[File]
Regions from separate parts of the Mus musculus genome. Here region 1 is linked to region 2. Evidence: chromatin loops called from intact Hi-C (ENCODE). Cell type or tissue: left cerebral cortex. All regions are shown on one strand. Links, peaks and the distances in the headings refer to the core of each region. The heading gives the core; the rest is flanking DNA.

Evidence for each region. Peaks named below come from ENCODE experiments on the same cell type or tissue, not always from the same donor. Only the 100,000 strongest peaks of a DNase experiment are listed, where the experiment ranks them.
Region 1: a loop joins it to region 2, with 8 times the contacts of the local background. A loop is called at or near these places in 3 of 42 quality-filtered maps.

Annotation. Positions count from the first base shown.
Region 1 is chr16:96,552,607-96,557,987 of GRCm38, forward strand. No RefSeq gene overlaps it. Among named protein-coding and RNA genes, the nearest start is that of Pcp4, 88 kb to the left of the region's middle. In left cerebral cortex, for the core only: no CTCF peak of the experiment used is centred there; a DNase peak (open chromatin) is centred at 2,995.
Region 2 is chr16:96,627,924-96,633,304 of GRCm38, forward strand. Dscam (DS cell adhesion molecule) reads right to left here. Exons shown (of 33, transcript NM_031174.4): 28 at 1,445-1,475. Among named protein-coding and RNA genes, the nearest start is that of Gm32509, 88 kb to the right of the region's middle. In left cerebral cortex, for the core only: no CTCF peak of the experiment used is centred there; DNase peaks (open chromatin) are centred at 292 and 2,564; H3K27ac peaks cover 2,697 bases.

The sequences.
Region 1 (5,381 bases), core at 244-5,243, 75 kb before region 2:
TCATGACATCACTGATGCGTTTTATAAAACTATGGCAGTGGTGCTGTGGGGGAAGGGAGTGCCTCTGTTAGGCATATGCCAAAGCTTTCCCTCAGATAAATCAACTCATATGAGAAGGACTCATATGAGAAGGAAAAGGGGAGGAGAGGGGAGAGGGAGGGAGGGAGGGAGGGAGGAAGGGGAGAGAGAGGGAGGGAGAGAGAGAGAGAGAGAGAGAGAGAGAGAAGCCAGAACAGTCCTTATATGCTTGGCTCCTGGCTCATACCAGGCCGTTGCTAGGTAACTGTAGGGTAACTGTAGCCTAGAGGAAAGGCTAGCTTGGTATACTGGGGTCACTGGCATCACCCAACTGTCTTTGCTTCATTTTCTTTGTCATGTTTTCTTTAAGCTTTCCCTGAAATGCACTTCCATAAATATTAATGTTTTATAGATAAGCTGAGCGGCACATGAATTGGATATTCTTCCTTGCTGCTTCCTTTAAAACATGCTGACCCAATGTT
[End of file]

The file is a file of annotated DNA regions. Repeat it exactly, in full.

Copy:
Regions from separate parts of the Mus musculus genome. Here region 1 is linked to region 2. Evidence: chromatin loops called from intact Hi-C (ENCODE). Cell type or tissue: left cerebral cortex. All regions are shown on one strand. Links, peaks and the distances in the headings refer to the core of each region. The heading gives the core; the rest is flanking DNA.

Evidence for each region. Peaks named below come from ENCODE experiments on the same cell type or tissue, not always from the same donor. Only the 100,000 strongest peaks of a DNase experiment are listed, where the experiment ranks them.
Region 1: a loop joins it to region 2, with 8 times the contacts of the local background. A loop is called at or near these places in 3 of 42 quality-filtered maps.

Annotation. Positions count from the first base shown.
Region 1 is chr16:96,552,607-96,557,987 of GRCm38, forward strand. No RefSeq gene overlaps it. Among named protein-coding and RNA genes, the nearest start is that of Pcp4, 88 kb to the left of the region's middle. In left cerebral cortex, for the core only: no CTCF peak of the experiment used is centred there; a DNase peak (open chromatin) is centred at 2,995.
Region 2 is chr16:96,627,924-96,633,304 of GRCm38, forward strand. Dscam (DS cell adhesion molecule) reads right to left here. Exons shown (of 33, transcript NM_031174.4): 28 at 1,445-1,475. Among named protein-coding and RNA genes, the nearest start is that of Gm32509, 88 kb to the right of the region's middle. In left cerebral cortex, for the core only: no CTCF peak of the experiment used is centred there; DNase peaks (open chromatin) are centred at 292 and 2,564; H3K27ac peaks cover 2,697 bases.

The sequences.
Region 1 (5,381 bases), core at 244-5,243, 75 kb before region 2:
TCATGACATCACTGATGCGTTTTATAAAACTATGGCAGTGGTGCTGTGGGGGAAGGGAGTGCCTCTGTTAGGCATATGCCAAAGCTTTCCCTCAGATAAATCAACTCATATGAGAAGGACTCATATGAGAAGGAAAAGGGGAGGAGAGGGGAGAGGGAGGGAGGGAGGGAGGGAGGAAGGGGAGAGAGAGGGAGGGAGAGAGAGAGAGAGAGAGAGAGAGAGAGAAGCCAGAACAGTCCTTATATGCTTGGCTCCTGGCTCATACCAGGCCGTTGCTAGGTAACTGTAGGGTAACTGTAGCCTAGAGGAAAGGCTAGCTTGGTATACTGGGGTCACTGGCATCACCCAACTGTCTTTGCTTCATTTTCTTTGTCATGTTTTCTTTAAGCTTTCCCTGAAATGCACTTCCATAAATATTAATGTTTTATAGATAAGCTGAGCGGCACATGAATTGGATATTCTTCCTTGCTGCTTCCTTTAAAACATGCTGACCCAATGTT